At a typical home game for the Washington Nationals, D.C.'s Major League Baseball team, about 60 vendors in neon yellow shirts walk up and down the aisles selling food and drink. The most popular concession by far is beer, and Christy Colt is great at selling it.
"Bud, Bud Light, Stella, Shock Top, IPA!" That's her refrain, and she sticks to it. No shticks, no silly voices, no sleights of hand.
The 35-year-old from Warsaw, Ind., is the only female vendor at Nationals Park who works every home game. There are a handful of other women who do the job, but they only work as fill-ins or for special events. She works the lower levels, which are reserved for the more senior vendors. Section 129 is her favorite: "Nicest fans in baseball," she says.
She's average height, with dirty blond hair that she keeps tucked in a bun under a red Nationals cap. Her socks consistently don't match. She has a crooked smile that comes out whenever she sees someone she knows, which is often.
"I'll sit and talk with somebody for five minutes and not worry that I'm missing sales," she says. "It makes it fun for me to come to work. I feel like I'm seeing my friends."
Colt has slung beer at nearly every home game since the ballpark opened in 2008. When she's not vending, she teaches history to middle and high school students at a charter school in Washington, D.C.
Female beer vendors are an uncommon sight at Major League Baseball games. In Japan, where baseball is also wildly popular, most beer sellers are young women. But here in the U.S., the "beer guy" is king.
"It is definitely a very physical job," says Jeff Scheidhauer, the vice president of JET Services, which has a contract to manage vending for the Nationals, Capitals, and other Washington-area teams. Jet's online vendor application states that a successful applicant needs to be "physically capable to walk up and down aisles in a stadium while carrying a load (hot dogs, lemonade, beer etc) of up to 40 pounds."
During a busy game, Colt said she can carry up to 60 pounds of beer and ice at a time.
"I can't tell you how many times I've been told, 'Oh, it's too heavy for you, like, how do you carry it? You're a girl, doesn't it hurt your back or your shoulder?"
Yes, it's hard, she says. But she can handle it. She runs half-marathons in the off-season to stay in shape.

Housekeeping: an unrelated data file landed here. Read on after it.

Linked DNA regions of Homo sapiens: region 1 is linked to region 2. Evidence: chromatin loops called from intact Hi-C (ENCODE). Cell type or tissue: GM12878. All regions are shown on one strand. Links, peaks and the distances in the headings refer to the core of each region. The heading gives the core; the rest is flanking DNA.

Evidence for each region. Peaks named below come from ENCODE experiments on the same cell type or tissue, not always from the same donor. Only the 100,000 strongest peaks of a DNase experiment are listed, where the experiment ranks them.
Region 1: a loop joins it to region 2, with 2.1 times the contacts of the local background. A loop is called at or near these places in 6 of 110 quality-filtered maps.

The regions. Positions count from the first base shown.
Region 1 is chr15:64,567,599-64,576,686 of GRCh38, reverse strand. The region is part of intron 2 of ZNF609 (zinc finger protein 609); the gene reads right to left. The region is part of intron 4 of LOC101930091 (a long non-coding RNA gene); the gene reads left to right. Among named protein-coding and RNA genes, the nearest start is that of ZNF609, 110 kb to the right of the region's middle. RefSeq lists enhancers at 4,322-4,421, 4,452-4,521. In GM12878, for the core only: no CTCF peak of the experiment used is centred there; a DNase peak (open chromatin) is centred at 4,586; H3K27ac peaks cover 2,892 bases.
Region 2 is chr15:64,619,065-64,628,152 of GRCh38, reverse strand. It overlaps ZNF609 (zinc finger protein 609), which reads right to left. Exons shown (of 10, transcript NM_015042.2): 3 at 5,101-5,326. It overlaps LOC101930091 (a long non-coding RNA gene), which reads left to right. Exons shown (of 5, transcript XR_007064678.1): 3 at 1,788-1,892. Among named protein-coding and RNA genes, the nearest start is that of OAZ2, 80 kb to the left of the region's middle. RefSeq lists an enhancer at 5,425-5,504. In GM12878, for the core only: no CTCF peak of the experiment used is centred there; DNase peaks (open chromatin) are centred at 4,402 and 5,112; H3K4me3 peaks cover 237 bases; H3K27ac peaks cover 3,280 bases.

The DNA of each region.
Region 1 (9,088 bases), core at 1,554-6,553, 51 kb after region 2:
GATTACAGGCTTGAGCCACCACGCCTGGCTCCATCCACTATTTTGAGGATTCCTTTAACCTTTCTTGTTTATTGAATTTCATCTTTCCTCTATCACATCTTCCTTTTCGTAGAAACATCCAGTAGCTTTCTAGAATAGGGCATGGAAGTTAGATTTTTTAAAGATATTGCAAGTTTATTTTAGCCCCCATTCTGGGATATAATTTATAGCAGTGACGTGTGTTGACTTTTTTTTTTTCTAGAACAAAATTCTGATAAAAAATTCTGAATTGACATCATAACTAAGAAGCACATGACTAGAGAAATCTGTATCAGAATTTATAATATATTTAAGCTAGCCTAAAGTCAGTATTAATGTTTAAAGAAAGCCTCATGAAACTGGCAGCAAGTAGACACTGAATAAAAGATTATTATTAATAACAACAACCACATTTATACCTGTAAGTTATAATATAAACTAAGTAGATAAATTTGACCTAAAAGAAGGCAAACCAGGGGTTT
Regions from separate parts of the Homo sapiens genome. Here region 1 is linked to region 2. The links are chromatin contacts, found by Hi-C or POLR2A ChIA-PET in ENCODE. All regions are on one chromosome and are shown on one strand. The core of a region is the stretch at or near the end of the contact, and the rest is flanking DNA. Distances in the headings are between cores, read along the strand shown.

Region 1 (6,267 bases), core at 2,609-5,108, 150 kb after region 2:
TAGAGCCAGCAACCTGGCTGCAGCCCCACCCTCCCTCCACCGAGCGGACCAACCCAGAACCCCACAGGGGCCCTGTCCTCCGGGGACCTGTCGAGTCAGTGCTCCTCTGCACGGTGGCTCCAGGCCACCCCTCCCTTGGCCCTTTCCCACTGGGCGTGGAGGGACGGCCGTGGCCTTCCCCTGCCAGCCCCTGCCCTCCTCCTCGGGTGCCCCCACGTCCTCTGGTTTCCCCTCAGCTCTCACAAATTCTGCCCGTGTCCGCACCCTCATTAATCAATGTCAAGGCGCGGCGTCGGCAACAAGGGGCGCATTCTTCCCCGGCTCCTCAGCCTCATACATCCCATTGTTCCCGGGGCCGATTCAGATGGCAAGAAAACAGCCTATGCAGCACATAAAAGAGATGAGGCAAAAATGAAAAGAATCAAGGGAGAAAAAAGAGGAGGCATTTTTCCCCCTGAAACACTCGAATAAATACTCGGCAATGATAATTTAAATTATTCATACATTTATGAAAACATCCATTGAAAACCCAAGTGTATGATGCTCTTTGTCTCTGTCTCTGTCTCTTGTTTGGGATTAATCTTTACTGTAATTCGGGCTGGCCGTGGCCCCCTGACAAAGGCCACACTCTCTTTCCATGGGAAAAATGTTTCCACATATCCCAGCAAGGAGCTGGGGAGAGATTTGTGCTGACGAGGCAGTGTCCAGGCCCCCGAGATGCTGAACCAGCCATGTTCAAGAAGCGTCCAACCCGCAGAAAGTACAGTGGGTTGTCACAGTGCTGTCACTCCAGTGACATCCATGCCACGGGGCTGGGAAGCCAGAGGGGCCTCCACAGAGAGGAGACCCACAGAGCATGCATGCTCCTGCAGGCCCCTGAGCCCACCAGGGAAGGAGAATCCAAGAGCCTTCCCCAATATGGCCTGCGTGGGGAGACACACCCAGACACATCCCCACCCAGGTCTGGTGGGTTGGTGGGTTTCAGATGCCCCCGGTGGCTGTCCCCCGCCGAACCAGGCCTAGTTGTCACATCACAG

According to Scheidhauer, the job has a high attrition rate for both sexes due to the demanding schedule and the physical challenges. New vendors start out selling non-alcoholic concessions on the stadium's higher tiers — the steeper steps make it a tougher place to work. Once their sales hit a certain threshold, they can advance to selling beer.
Vendors routinely bring in between $150-$300 a game from commission, performance bonuses, and tips. Colt uses her earnings to go on international trips and buy tickets to Broadway musicals. She's seen her favorite show, Wicked, close to a dozen times.
Colt came to Scheidhauer with prior experience — she got into the beer slinging game in college — and he calls what she does "an art form."
It certainly can take artistry to navigate the stands on a humid summer day, particularly when fans start to get drunk. Colt said she's been on the receiving end of inappropriate comments from drunk fans, which she reported to her supervisor, who then confronted the fans on her behalf.
While she felt supported by him and the rest of her team, she thinks other women might shy away from the job in order to avoid that kind of drunken fan behavior.
But for the most part, the fans are the reason she loves the work.
Before a recent game, a season ticket holder named Biff Henley came by to say hello. He gushed over Colt like a proud grandfather.
"She is just absolutely wonderful — great teacher, great human being," he said. "We encourage people to buy from her."
Colt cracked a crooked smile and waved goodbye to Henley. Then, she hoisted her bin over her shoulder and started down the steps.
"Bud, Bud Light, Stella, Shock Top, IPA!"